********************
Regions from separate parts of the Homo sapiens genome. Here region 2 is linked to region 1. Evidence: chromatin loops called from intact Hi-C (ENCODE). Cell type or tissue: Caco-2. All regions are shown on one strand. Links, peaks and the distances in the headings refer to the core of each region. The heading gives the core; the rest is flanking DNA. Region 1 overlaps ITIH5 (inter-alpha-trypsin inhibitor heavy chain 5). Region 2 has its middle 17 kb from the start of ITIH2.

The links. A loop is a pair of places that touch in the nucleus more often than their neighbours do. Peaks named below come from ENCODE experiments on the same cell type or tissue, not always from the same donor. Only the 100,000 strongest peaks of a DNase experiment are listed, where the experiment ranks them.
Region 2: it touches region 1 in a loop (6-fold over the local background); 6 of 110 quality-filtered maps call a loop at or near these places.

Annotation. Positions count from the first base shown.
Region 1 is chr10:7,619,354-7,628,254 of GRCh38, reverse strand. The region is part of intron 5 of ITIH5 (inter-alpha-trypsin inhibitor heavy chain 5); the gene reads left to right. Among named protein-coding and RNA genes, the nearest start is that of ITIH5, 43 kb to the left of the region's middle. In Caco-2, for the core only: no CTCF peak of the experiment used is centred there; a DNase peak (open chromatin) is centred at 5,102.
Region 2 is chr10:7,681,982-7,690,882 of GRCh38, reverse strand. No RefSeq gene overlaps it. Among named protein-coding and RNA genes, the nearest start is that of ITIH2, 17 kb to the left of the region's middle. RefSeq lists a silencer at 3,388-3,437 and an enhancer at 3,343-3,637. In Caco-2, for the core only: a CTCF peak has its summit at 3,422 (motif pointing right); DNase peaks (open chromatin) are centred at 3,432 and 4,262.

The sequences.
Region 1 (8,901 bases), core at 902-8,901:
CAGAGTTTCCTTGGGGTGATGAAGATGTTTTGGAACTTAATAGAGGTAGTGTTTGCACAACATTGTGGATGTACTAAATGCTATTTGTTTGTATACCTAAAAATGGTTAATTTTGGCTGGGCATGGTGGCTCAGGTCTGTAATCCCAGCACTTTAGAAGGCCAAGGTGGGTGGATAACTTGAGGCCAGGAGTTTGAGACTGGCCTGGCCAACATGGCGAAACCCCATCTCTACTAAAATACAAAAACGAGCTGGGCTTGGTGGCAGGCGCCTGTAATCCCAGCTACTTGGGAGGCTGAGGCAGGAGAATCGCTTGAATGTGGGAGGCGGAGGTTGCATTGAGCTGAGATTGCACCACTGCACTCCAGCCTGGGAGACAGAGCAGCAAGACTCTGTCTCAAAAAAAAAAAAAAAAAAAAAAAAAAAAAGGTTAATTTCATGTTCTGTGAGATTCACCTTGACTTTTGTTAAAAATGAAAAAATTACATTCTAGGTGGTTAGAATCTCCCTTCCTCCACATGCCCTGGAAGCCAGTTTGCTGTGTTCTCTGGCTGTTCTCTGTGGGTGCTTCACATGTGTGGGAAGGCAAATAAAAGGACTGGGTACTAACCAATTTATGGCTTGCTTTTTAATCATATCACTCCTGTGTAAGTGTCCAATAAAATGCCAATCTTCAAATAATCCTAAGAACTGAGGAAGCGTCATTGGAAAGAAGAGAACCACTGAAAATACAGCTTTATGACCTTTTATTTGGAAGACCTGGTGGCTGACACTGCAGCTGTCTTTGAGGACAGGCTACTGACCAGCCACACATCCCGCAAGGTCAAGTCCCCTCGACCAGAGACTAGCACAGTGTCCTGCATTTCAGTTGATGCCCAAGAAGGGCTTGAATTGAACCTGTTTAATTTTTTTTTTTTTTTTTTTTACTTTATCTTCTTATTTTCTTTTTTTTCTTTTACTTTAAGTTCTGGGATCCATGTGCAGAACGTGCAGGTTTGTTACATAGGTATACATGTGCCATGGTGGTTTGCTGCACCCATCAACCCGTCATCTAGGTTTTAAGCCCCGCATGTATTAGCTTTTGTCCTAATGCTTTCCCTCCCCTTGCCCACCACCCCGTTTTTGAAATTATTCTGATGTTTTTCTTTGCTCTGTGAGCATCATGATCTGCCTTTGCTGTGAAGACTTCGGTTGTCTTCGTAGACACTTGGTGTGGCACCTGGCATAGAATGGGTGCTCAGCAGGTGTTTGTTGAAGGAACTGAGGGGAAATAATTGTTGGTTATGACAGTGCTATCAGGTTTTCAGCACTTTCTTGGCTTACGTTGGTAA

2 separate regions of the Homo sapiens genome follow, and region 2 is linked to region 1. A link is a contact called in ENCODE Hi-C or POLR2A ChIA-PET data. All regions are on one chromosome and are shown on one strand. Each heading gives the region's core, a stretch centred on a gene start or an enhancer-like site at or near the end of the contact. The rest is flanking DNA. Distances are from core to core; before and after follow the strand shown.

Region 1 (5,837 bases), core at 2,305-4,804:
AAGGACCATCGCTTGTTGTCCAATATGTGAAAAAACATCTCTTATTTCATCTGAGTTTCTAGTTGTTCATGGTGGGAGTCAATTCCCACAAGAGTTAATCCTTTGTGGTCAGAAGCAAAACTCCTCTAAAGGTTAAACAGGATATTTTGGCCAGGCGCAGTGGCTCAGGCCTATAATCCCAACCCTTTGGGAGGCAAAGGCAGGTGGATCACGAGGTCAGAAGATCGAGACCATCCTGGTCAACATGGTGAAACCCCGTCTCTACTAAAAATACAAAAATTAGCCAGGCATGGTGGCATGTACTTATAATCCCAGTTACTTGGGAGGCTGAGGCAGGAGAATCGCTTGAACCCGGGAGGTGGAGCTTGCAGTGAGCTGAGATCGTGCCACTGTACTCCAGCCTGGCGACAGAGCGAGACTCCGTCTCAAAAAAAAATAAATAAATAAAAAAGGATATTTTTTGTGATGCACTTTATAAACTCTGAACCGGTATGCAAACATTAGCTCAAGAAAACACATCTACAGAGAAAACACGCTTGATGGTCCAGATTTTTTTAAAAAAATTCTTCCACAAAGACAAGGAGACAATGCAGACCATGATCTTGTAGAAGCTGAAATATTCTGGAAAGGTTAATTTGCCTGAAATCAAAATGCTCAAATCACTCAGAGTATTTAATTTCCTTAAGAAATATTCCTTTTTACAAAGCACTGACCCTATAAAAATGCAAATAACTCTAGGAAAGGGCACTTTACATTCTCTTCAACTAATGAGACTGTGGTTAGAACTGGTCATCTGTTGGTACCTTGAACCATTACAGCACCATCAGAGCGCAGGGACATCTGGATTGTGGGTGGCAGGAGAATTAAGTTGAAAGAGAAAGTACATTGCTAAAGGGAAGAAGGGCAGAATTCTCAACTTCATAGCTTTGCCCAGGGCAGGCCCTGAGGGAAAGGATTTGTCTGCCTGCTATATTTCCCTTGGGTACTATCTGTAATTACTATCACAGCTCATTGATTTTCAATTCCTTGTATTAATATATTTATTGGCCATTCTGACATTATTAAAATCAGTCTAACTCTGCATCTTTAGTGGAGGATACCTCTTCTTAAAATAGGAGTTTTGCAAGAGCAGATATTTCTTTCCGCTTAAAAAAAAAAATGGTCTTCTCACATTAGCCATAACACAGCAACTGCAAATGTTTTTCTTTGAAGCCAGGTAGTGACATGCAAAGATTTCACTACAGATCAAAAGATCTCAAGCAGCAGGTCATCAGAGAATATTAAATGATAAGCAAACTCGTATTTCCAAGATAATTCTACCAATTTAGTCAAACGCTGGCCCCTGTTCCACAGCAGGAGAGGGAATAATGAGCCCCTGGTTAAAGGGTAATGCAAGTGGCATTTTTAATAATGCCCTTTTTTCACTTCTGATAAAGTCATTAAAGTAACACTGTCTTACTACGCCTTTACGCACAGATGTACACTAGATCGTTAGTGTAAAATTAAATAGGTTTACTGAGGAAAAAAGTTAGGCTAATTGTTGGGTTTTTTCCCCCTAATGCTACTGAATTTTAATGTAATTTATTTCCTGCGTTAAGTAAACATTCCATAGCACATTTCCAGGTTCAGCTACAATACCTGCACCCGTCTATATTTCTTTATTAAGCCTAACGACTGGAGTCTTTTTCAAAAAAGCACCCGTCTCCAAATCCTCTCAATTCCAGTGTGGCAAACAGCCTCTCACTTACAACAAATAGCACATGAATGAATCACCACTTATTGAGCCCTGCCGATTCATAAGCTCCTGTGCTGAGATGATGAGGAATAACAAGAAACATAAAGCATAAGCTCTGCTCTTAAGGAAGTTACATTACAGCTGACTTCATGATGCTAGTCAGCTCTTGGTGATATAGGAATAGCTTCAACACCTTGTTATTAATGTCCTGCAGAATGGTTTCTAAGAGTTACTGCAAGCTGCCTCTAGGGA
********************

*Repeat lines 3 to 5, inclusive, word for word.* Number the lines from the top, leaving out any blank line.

Region 2: it touches region 1 in a loop (6-fold over the local background); 6 of 110 quality-filtered maps call a loop at or near these places.

Annotation. Positions count from the first base shown.
Region 1 is chr10:7,619,354-7,628,254 of GRCh38, reverse strand. The region is part of intron 5 of ITIH5 (inter-alpha-trypsin inhibitor heavy chain 5); the gene reads left to right. Among named protein-coding and RNA genes, the nearest start is that of ITIH5, 43 kb to the left of the region's middle. In Caco-2, for the core only: no CTCF peak of the experiment used is centred there; a DNase peak (open chromatin) is centred at 5,102.